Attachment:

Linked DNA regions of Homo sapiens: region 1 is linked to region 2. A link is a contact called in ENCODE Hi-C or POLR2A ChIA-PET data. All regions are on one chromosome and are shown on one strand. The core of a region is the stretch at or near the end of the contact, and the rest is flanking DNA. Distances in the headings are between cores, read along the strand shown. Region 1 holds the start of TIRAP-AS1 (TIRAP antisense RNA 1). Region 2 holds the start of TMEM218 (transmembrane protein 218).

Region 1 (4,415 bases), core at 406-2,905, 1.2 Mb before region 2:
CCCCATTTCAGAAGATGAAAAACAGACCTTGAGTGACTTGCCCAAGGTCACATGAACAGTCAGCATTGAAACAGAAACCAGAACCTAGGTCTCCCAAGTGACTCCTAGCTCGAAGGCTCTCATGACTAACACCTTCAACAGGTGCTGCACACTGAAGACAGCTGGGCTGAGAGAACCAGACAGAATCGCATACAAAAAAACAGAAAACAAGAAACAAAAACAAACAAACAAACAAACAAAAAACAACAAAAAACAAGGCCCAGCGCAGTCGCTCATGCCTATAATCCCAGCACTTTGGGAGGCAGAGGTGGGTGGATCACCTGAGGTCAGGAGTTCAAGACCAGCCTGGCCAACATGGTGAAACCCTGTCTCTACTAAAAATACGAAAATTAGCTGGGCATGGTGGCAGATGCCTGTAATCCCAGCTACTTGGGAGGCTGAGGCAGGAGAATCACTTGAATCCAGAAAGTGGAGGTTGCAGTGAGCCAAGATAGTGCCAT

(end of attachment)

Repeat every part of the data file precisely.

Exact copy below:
Linked DNA regions of Homo sapiens: region 1 is linked to region 2. A link is a contact called in ENCODE Hi-C or POLR2A ChIA-PET data. All regions are on one chromosome and are shown on one strand. The core of a region is the stretch at or near the end of the contact, and the rest is flanking DNA. Distances in the headings are between cores, read along the strand shown. Region 1 holds the start of TIRAP-AS1 (TIRAP antisense RNA 1). Region 2 holds the start of TMEM218 (transmembrane protein 218).

Region 1 (4,415 bases), core at 406-2,905, 1.2 Mb before region 2:
CCCCATTTCAGAAGATGAAAAACAGACCTTGAGTGACTTGCCCAAGGTCACATGAACAGTCAGCATTGAAACAGAAACCAGAACCTAGGTCTCCCAAGTGACTCCTAGCTCGAAGGCTCTCATGACTAACACCTTCAACAGGTGCTGCACACTGAAGACAGCTGGGCTGAGAGAACCAGACAGAATCGCATACAAAAAAACAGAAAACAAGAAACAAAAACAAACAAACAAACAAACAAAAAACAACAAAAAACAAGGCCCAGCGCAGTCGCTCATGCCTATAATCCCAGCACTTTGGGAGGCAGAGGTGGGTGGATCACCTGAGGTCAGGAGTTCAAGACCAGCCTGGCCAACATGGTGAAACCCTGTCTCTACTAAAAATACGAAAATTAGCTGGGCATGGTGGCAGATGCCTGTAATCCCAGCTACTTGGGAGGCTGAGGCAGGAGAATCACTTGAATCCAGAAAGTGGAGGTTGCAGTGAGCCAAGATAGTGCCAT